EYEWITNESS LOCAL NEWSProsecutor Says Accused Rapist Should Have Already Been In Jail; Judge Responds To Accusations
from Eyewitness News Online
Reported: Apr. 10, 2014 8:29 PM EDT
Updated: Apr. 10, 2014 8:55 PM EDT
CHARLESTON, W.Va. (Leslie Rubin) -- Kanawha County prosecutors say an alleged rapist should have already been in jail for other crimes, and say an oversight by a judge is to blame.
Eyewitness News was in the courtroom as the judge addressed the situation, and pointed out more flaws in the case.
"This is the most dangerous type of person that you can possibly deal with, someone that would break into a stranger's house and rape them," says Kanawha County Prosecuting Attorney Mark Plants. He's talking about Michael Salisbury.
In March, Salisbury was arrested after deputies say he busted out a window fan in a women's home, crawled through wearing a mask, and raped her. He allegedly forced her to do meth, and videotaped the crime in a cell phone.
"He's innocent until proven guilty, but these allegations are very serious. They don't get anymore serious," Plants said.
Now, prosecutors say Salisbury should have been in jail when that happened. To understand why, you have to rewind back to 2011, when Salisbury pleaded guilty to fleeing while DUI. He was sentenced to three years on home confinement, but tested positive for drugs, prompting Judge Carrie Webster to sentence him to three to 10 years in prison. His sentence would be reconsidered if a bed became available about a drug rehabilitation facility in Beckley.
It did, and in May 2013, Salisbury, a prisoner, went to Pinehaven rehab facility. In July 2013, he was discharged after testing positive for amphetamines and meth. Prosecutors say a capias for his arrest should have been issued, but it wasn't.
"Could it have been prevented? I don't know, but I do know that a capias should have been issued and it should have been issued immediately," Plants said.
In a letter, dated July 1, 2013, addressed to Judge Webster from the facility, noted that Salisbury had been discharged. Webster said during a last minute status hearing on Thursday, she did not receive that letter.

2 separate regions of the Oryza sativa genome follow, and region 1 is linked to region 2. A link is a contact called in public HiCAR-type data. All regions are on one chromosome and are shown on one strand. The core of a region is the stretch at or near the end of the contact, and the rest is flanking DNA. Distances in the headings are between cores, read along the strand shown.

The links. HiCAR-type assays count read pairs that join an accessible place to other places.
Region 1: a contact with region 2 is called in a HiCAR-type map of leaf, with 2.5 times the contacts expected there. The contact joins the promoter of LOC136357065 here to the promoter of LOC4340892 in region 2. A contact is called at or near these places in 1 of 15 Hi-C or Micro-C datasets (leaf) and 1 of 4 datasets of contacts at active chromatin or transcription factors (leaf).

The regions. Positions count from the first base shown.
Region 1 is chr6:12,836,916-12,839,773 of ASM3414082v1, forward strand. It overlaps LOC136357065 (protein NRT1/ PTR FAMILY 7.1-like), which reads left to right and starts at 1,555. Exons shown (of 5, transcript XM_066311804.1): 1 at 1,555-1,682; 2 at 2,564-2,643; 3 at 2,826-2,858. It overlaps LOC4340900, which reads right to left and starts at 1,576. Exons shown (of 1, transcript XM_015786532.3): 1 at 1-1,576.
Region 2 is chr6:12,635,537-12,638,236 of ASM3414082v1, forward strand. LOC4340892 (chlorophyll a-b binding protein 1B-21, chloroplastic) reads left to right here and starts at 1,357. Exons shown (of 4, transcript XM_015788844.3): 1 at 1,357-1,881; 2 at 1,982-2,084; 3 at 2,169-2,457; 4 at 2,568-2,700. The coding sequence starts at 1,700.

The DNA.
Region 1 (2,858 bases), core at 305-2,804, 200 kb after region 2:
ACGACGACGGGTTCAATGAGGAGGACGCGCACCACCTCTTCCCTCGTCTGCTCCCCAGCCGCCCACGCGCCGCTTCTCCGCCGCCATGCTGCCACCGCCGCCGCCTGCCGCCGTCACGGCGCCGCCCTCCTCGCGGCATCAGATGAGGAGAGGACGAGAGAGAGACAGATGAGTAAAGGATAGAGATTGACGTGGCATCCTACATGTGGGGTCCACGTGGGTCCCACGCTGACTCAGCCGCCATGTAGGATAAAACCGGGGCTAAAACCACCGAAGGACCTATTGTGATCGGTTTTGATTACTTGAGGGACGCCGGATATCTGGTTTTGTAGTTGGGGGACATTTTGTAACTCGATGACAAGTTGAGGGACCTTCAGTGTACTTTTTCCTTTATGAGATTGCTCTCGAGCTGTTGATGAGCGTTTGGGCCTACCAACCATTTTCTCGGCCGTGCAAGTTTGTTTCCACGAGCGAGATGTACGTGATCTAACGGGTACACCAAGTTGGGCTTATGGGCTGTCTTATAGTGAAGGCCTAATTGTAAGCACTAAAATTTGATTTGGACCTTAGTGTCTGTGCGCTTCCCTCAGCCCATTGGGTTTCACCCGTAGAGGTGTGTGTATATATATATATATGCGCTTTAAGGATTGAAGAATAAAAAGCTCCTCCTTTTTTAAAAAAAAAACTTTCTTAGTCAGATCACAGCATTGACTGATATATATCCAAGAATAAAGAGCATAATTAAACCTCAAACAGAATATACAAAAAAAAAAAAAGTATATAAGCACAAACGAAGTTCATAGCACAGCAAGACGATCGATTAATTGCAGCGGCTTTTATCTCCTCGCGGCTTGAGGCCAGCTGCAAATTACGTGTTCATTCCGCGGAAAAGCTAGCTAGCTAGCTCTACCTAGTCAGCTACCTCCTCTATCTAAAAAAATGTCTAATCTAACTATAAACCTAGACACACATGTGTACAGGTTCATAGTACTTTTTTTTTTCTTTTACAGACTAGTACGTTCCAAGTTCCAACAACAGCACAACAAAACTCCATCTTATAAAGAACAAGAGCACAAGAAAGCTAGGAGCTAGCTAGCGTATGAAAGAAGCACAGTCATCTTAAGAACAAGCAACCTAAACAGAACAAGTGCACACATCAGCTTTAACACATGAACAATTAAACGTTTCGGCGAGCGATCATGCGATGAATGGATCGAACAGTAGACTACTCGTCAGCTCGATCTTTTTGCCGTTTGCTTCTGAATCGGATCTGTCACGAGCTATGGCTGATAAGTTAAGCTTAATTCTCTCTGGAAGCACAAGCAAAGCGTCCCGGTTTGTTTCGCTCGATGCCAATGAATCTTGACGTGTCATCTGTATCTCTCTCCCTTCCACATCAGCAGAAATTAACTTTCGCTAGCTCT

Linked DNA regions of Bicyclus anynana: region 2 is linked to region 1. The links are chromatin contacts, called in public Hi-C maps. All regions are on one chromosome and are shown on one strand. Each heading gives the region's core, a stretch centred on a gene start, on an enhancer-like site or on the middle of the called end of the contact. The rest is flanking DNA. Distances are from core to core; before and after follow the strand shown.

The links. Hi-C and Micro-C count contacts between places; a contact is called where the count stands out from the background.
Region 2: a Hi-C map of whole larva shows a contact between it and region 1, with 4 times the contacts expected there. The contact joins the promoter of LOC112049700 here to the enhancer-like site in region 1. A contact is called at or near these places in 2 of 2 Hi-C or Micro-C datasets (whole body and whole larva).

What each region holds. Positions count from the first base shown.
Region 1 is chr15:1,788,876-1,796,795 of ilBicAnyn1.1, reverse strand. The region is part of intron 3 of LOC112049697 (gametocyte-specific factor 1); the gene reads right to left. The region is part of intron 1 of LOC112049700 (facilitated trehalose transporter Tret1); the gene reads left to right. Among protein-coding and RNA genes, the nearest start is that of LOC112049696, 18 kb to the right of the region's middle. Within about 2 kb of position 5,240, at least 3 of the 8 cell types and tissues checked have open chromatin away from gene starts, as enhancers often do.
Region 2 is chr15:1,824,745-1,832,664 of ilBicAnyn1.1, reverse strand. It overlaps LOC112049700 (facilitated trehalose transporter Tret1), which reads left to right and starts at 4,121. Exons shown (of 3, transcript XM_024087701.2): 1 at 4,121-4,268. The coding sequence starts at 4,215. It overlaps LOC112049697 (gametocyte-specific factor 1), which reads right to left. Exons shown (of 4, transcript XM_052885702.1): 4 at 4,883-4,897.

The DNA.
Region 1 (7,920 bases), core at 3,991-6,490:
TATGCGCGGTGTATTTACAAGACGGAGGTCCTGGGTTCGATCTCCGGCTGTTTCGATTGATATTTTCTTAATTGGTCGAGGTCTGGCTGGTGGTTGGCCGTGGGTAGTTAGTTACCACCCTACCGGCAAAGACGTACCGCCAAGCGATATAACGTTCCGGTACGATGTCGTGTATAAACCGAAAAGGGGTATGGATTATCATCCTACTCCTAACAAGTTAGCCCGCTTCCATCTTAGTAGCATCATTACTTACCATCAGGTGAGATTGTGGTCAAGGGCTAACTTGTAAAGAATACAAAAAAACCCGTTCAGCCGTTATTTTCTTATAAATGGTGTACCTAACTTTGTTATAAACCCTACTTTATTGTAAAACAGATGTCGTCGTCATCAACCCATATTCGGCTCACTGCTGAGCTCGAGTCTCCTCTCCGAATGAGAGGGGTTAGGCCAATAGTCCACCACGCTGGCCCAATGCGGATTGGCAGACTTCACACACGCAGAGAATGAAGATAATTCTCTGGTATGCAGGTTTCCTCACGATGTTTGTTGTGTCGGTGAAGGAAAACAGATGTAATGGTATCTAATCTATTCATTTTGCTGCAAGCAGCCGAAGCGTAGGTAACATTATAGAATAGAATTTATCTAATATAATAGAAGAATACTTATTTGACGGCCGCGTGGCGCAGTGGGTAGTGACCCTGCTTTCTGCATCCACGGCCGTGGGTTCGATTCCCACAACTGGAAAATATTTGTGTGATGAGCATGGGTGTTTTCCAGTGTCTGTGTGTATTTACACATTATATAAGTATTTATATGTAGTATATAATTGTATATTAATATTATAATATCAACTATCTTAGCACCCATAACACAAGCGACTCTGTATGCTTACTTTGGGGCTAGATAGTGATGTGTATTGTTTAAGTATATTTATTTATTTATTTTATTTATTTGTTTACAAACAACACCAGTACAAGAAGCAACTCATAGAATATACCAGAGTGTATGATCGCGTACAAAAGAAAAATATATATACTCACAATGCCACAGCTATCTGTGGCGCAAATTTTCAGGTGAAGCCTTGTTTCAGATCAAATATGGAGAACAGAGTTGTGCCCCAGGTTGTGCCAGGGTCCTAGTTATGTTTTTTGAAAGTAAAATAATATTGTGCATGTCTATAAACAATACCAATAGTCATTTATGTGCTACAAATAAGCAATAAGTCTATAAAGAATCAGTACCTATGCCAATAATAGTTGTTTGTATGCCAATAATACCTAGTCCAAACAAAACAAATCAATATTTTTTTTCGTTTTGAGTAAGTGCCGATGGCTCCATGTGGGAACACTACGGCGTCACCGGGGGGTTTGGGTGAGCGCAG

"I've already said that the letter says July 1, there's no fax transmittal on it that says it came here. I said, on the record, I'll say it today, I can't say they didn't. I've just said in good faith, I don't recall seeing it, or we would have done what I had written in," she said.
Webster says the facility should have transported Salisbury back to jail, per her order issued before he went to the facility.
"That's what this order said, but the media, I think, really didn't appreciate and quite frankly that's why I'm doing this, is that this order said he was to be returned to the facility," she said.
Either way, Salisbury wasn't in jail. He was a free man for more than eight months before the rape accusations.
On Monday, Webster re-sentenced him on the fleeing while DUI charge, but in another mix-up, he was only sentenced to one to three years in prison, when it should have been three to 10 years. The flubbed order, prepared by the state and signed by the defense, was brought to light during a reporter's discussion with the judge about the case.
"I want to use this as a teaching moment to say that I rely on the attorneys to get things right," Webster said.
"The end result is, I've got a victim in this county that was raped," Plants said.
Salisbury has not been indicted on the rape and kidnapping charges.
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